No Money For A Reading Tutor? Dyslexia Advocates Hope To Change That

Mar 21, 2019

Dyslexia advocates in Missouri are supporting legislation that could help students who struggle with reading.
Credit US Department of Education / flickr.com

Roughly one in five people have trouble reading, according to the International Dyslexia Association. A Missouri organization is supporting several bills in Jefferson City that would change the way students with reading disorders get help. 

Many public schools do not provide structured literacy or outside tutoring options to their students with reading disorders. The cost for a tutor – which becomes necessary once a student is falling behind – often comes out of parents’ pockets, and some just can’t afford that.

Decoding Dyselxia MO and its president, Jennifer Edwards, are supporting legislation that could change that.

“I think the time has come that we need to require the appropriate kind of remediation to be used for these kids,” Jennifer Edwards said.

Senate Bill 73, and its House equivalent, House Bill 464, has been dubbed the “Reading Success Bill.” It would require public schools to provide structured literacy to students who are a year behind in reading and those who have Dyslexia.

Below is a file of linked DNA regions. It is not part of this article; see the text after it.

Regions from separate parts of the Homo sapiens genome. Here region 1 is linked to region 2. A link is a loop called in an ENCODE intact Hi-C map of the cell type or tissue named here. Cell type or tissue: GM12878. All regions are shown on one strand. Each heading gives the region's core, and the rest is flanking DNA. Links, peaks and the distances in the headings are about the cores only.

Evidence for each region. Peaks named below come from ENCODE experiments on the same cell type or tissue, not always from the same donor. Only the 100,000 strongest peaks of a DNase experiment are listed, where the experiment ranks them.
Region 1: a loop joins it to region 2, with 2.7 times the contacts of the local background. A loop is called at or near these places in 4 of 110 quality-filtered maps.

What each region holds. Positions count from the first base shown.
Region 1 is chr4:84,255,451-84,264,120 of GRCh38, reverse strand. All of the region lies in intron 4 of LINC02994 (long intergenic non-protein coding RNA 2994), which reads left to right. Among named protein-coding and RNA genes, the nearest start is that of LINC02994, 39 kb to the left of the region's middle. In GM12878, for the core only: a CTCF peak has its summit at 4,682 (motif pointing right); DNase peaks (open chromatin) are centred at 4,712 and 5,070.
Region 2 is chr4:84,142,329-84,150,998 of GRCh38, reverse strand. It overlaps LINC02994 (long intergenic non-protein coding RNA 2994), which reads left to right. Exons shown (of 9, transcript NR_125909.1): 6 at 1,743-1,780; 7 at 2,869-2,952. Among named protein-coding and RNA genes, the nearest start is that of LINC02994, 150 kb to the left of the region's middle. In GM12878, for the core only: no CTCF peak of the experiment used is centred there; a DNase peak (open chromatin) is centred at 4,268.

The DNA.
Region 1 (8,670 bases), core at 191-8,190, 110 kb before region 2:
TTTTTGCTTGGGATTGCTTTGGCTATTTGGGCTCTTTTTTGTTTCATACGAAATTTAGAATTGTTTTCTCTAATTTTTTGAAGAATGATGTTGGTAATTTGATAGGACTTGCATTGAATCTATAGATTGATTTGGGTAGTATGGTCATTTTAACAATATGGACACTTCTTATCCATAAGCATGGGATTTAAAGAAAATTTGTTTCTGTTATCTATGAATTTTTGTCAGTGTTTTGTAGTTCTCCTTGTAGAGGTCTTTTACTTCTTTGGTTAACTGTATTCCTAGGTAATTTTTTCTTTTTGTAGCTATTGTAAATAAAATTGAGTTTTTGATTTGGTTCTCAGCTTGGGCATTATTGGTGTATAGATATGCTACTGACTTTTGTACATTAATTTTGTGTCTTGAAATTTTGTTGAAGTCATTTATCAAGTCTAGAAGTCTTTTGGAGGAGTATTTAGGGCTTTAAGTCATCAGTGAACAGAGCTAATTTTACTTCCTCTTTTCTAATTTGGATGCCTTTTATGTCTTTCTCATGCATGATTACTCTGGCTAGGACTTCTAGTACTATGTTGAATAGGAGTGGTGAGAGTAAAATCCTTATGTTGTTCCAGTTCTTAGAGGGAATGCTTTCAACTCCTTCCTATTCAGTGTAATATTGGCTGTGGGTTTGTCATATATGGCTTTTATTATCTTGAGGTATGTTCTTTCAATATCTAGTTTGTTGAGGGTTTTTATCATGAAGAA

Structured literacy refers to programs that use what we know from neuroscience and a diagnostic approach to teach reading.

Senate Bill 249 would create the Alternative Disability Services Act. It would require public schools to pay for a student’s outside remediation, like a tutor, if the goals aren’t being met in the classroom. That’s similar to House Bill 631.

Two other bills making their way through the House would provide funding for Bryce’s Law, which was passed in 2014 and lets charities fund scholarships for kids with certain disabilities.

House Bill 33 would provide tax credits to individuals and corporations for the donations needed to fund Bryce’s Law, while House Bill 476 would have those funds come out of the general revenue.

Opponents to the legislation have said schools are already providing the appropriate help to struggling students and believe structured literacy is too prescriptive.

Edwards, however, says structured literacy works.

“You know, the science is there that shows that this is what works for kids. It’s been there for over two decades and we’ve been having this conversation while, you know, our reading rates are not getting any improvement,” Edwards said.

You can track the progress of all of those bills by clicking on the links above in the story. Missouri’s legislative session runs through May.